El Nino's Global Effects
July 8, 2014
By WeatherBug's Mena Martini
Although El Nino's origins are in the Pacific Ocean, its effects are anything but local. The repetitive warming of the central Pacific Ocean has many far-reaching implications that change weather not only near the Pacific but also around the world.
El Nino can affect each area of the globe differently and it is important to understand its sheer power.
South America feels the effects of El Nino the strongest. On the west coast, countries like Ecuador, Peru and Chile experience warmer temperatures and increased rainfall from mid-spring until the fall. This increased rainfall can lead to major flooding whenever the El Nino is strong.
El Nino also affects the west coast by reducing the upwelling of cooler, nutrient-rich water that sustains large fish populations like anchovies and jack mackerel. As the water temperature heats up, the primary food sources for the fish tend to disappear. As once abundant fish populations declines, fisherman often overfish until there is no fish left. The decline in many fish populations also leads to the decline of the birds that prey on them.
While some fish populations are reduced during El Nino, others increase very quickly. Scallop and horse mackerel populations both increase during El Nino years because they love the warm water. Other marine life, such as shrimp and sardines, move southward. These fish are still being caught; they are just being caught away from their traditional fishing grounds.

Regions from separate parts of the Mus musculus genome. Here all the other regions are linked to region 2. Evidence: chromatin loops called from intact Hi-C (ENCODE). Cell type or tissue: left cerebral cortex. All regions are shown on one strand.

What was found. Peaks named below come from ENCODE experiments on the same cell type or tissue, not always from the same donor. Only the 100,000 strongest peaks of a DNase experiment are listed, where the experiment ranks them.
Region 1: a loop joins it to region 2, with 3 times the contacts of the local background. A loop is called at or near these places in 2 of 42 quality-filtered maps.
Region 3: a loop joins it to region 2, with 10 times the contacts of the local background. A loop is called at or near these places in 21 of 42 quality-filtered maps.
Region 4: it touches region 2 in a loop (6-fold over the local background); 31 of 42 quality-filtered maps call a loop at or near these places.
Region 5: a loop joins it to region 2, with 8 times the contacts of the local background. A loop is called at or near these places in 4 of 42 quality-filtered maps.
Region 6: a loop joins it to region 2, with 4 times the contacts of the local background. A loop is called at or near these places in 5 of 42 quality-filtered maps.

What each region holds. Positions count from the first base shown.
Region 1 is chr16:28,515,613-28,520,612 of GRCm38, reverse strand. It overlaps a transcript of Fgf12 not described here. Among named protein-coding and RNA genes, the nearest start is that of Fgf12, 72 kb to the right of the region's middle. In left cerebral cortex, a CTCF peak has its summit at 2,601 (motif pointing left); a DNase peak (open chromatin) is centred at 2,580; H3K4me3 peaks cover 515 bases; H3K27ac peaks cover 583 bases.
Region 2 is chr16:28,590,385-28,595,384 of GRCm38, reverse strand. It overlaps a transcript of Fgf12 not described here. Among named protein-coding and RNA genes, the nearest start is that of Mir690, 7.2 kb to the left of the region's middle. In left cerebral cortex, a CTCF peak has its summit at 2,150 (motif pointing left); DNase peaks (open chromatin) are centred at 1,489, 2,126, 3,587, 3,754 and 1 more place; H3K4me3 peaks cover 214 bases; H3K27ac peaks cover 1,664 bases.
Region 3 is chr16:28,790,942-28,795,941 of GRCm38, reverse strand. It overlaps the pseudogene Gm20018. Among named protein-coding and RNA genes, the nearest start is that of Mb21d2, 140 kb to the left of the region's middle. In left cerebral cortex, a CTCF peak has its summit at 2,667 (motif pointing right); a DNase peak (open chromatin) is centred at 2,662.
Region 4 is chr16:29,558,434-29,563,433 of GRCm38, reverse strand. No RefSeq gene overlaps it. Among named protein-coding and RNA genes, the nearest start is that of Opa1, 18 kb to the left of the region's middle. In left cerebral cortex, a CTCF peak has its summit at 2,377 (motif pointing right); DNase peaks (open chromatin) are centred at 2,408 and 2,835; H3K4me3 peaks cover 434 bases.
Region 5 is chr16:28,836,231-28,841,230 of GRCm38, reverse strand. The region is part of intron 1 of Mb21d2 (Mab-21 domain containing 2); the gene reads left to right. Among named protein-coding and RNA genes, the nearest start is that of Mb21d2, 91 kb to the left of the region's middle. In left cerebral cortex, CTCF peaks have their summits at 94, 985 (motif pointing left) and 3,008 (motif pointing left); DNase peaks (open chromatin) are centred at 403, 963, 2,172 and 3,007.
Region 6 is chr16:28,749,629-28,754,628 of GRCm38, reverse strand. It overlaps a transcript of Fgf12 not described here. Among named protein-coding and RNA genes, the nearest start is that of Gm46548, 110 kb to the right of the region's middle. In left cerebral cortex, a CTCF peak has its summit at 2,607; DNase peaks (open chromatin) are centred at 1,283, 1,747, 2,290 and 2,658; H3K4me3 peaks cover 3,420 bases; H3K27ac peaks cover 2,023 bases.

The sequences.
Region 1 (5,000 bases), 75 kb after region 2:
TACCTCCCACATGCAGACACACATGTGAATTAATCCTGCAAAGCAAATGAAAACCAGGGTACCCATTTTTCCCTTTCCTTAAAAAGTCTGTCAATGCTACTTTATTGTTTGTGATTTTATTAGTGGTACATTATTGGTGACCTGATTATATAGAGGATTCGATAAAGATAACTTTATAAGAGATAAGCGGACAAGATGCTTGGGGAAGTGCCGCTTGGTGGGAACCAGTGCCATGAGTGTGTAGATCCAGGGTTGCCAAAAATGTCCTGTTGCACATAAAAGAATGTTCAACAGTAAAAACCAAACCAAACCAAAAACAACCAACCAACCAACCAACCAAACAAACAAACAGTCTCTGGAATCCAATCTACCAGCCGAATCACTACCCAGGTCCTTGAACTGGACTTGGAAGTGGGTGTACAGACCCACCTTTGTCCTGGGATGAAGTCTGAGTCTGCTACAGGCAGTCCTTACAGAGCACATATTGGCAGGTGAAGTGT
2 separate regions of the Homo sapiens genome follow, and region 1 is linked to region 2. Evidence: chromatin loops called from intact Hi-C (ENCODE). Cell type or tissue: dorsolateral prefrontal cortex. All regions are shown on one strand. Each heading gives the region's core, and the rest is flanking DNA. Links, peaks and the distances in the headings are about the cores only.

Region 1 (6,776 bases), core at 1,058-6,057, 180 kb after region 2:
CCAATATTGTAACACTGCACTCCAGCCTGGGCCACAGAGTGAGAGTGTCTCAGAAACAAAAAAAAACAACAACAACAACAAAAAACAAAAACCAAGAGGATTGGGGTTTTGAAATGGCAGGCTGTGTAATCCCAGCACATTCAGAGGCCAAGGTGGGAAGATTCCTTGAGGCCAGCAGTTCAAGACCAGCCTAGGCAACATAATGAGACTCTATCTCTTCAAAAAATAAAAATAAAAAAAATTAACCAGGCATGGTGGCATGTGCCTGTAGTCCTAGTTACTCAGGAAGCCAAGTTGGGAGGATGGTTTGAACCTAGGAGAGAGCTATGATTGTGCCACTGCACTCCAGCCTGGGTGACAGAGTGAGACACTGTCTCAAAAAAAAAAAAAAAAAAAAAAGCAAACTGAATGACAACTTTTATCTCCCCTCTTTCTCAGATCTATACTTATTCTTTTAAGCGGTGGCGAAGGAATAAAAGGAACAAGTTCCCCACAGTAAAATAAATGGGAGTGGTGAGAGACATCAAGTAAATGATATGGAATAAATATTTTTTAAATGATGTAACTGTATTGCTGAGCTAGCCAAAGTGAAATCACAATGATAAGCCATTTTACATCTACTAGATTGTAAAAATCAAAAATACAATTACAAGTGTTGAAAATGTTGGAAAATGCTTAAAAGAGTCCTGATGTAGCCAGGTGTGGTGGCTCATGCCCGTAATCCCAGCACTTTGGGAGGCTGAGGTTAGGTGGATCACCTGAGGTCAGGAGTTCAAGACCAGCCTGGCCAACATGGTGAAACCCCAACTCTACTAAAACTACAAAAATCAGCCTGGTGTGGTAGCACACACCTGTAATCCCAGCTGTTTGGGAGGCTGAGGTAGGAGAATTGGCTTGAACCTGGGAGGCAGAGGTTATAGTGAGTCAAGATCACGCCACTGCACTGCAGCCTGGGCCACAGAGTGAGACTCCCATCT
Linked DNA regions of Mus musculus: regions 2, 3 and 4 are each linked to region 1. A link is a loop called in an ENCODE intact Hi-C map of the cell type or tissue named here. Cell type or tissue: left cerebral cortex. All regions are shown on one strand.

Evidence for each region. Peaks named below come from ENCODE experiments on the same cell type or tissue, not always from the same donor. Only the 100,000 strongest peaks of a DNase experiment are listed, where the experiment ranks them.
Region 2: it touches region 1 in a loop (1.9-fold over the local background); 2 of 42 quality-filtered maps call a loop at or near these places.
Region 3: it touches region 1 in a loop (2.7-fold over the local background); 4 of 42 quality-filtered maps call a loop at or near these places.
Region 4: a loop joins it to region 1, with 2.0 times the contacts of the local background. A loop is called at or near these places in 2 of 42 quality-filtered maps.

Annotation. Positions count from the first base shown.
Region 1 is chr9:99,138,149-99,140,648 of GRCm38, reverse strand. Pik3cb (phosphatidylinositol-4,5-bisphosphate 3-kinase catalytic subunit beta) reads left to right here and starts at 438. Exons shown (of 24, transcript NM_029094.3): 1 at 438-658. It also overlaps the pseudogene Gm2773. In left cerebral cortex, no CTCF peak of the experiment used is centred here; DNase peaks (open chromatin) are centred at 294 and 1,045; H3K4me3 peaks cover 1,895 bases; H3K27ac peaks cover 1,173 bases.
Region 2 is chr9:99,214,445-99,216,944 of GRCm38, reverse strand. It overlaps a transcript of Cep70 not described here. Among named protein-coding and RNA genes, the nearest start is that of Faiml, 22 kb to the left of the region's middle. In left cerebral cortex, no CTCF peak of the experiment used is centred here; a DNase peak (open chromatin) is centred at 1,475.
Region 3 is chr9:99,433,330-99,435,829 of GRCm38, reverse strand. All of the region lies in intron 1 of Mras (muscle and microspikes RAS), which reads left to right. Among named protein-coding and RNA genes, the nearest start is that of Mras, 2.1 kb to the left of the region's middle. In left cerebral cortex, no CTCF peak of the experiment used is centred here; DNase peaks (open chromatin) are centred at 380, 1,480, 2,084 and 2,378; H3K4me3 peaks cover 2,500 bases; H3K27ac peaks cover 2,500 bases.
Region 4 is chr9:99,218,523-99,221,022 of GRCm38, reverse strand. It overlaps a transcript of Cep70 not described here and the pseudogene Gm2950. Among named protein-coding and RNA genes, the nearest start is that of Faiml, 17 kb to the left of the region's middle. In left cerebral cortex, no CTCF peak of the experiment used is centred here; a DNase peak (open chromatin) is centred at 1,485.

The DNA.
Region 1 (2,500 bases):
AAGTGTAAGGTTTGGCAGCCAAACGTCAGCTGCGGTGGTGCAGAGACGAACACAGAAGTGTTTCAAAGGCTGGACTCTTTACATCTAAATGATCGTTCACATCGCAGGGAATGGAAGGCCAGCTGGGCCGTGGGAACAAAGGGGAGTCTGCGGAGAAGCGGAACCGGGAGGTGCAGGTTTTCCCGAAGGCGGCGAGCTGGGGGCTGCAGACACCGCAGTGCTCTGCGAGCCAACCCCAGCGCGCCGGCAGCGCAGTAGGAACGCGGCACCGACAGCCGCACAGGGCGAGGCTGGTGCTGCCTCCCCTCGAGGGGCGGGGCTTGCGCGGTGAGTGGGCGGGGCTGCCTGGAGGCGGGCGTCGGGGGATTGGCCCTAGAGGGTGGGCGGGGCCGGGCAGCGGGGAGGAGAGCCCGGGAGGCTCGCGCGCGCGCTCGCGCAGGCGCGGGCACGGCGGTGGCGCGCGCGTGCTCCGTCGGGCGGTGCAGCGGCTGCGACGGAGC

On the northern side of South America, countries like Colombia and even countries in Central America face drier and hotter weather throughout the year.
North America is so large, different parts of it experience El Nino differently. For example, the Northwest and the northern Midwest states see milder and drier winters than average while the southwest United States and Northwest Mexico see much wetter winters than average. Another major climate change credited to El Nino is a reduction in Atlantic Basin hurricanes during the summer months.
Southeast Asia and Australia
When all the warm water moves away from Southeast Asia and towards North and South America, so does all the moisture. During an El Nino event, places like Indonesia and Australia can sustain crippling droughts that can devastate farmers. When preparing for an El Nino, farmers in those areas are advised to create extensive irrigation systems so that their crops and livestock have a chance for survival during the hot, dry months. During these droughts there is a large increase in bush fires, haze as well as a drastic decrease in air quality.
Although Europe is on the other side of the world from the Pacific Ocean, El Nino`s still impact its weather and climate. Its effects are strongest in the winter in Europe. During an El Nino year, Northern Europe sees a much colder, drier winter while Southern Europe sees a wetter, milder winter. The Southern Alps often see a reduced amount of snowfall during an El Nino winter.
Almost as far away as Europe, Africa also feels the many climate affects of a strong El Nino event. Eastern countries like Kenya and Tanzania experience heavy and frequent rainfall and overall wetter conditions extended out to the White Nile basin. Other parts of Africa, however, experience drier-than-usual climates during the winter months. Countries like Zimbabwe, Zambia and Botswana face bush fires and poor air quality during these El Nino-induced dry months.
El Nino`s can increase the temperature of the globe so greatly that they can even affect the climate of Antarctica. In the Amundsen and Bellingshausen Seas, an El Nino even can reduce the size of the polar ice caps and produce warmer overall water temperatures. In the Weddell Sea, the water temperatures actually get colder and the polar ice caps do not melt.
Be sure to keep WeatherBug active to receive the latest weather in your neighborhood and get the latest updates anywhere on Twitter
What do you think of this story?
for comments or suggestions.